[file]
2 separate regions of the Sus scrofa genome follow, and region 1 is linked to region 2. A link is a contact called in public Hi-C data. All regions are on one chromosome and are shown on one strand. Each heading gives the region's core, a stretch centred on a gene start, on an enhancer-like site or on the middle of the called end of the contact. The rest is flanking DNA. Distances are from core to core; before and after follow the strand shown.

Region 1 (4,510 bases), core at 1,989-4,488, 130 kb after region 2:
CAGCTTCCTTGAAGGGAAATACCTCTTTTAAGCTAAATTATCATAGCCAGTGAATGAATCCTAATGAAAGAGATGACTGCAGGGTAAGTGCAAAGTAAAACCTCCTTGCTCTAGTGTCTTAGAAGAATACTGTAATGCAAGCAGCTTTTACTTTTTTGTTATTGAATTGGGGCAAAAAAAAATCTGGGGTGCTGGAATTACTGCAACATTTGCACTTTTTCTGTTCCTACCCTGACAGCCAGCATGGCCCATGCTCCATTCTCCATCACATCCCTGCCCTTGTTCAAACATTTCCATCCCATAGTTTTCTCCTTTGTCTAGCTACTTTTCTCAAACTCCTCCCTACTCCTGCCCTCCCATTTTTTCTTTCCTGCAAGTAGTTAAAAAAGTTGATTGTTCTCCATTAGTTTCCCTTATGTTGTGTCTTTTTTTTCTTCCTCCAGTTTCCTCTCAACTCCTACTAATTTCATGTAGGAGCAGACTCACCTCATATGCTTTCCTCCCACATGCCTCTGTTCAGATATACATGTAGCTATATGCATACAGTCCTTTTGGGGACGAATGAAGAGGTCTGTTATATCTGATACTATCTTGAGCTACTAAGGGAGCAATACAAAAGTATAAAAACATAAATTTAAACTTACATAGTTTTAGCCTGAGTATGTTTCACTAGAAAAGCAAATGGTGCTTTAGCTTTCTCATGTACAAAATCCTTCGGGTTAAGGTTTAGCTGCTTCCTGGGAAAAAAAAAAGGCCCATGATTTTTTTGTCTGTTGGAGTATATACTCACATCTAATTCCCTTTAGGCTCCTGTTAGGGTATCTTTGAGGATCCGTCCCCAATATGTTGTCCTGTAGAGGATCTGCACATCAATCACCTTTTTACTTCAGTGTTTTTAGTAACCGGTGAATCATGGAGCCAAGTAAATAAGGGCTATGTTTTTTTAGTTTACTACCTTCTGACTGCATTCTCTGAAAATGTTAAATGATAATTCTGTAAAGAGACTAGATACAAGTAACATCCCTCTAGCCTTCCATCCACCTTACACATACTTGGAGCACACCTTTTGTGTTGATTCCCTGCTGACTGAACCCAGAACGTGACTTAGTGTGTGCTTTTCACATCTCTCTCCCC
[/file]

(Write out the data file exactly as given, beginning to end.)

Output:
2 separate regions of the Sus scrofa genome follow, and region 1 is linked to region 2. A link is a contact called in public Hi-C data. All regions are on one chromosome and are shown on one strand. Each heading gives the region's core, a stretch centred on a gene start, on an enhancer-like site or on the middle of the called end of the contact. The rest is flanking DNA. Distances are from core to core; before and after follow the strand shown.

Region 1 (4,510 bases), core at 1,989-4,488, 130 kb after region 2:
CAGCTTCCTTGAAGGGAAATACCTCTTTTAAGCTAAATTATCATAGCCAGTGAATGAATCCTAATGAAAGAGATGACTGCAGGGTAAGTGCAAAGTAAAACCTCCTTGCTCTAGTGTCTTAGAAGAATACTGTAATGCAAGCAGCTTTTACTTTTTTGTTATTGAATTGGGGCAAAAAAAAATCTGGGGTGCTGGAATTACTGCAACATTTGCACTTTTTCTGTTCCTACCCTGACAGCCAGCATGGCCCATGCTCCATTCTCCATCACATCCCTGCCCTTGTTCAAACATTTCCATCCCATAGTTTTCTCCTTTGTCTAGCTACTTTTCTCAAACTCCTCCCTACTCCTGCCCTCCCATTTTTTCTTTCCTGCAAGTAGTTAAAAAAGTTGATTGTTCTCCATTAGTTTCCCTTATGTTGTGTCTTTTTTTTCTTCCTCCAGTTTCCTCTCAACTCCTACTAATTTCATGTAGGAGCAGACTCACCTCATATGCTTTCCTCCCACATGCCTCTGTTCAGATATACATGTAGCTATATGCATACAGTCCTTTTGGGGACGAATGAAGAGGTCTGTTATATCTGATACTATCTTGAGCTACTAAGGGAGCAATACAAAAGTATAAAAACATAAATTTAAACTTACATAGTTTTAGCCTGAGTATGTTTCACTAGAAAAGCAAATGGTGCTTTAGCTTTCTCATGTACAAAATCCTTCGGGTTAAGGTTTAGCTGCTTCCTGGGAAAAAAAAAAGGCCCATGATTTTTTTGTCTGTTGGAGTATATACTCACATCTAATTCCCTTTAGGCTCCTGTTAGGGTATCTTTGAGGATCCGTCCCCAATATGTTGTCCTGTAGAGGATCTGCACATCAATCACCTTTTTACTTCAGTGTTTTTAGTAACCGGTGAATCATGGAGCCAAGTAAATAAGGGCTATGTTTTTTTAGTTTACTACCTTCTGACTGCATTCTCTGAAAATGTTAAATGATAATTCTGTAAAGAGACTAGATACAAGTAACATCCCTCTAGCCTTCCATCCACCTTACACATACTTGGAGCACACCTTTTGTGTTGATTCCCTGCTGACTGAACCCAGAACGTGACTTAGTGTGTGCTTTTCACATCTCTCTCCCC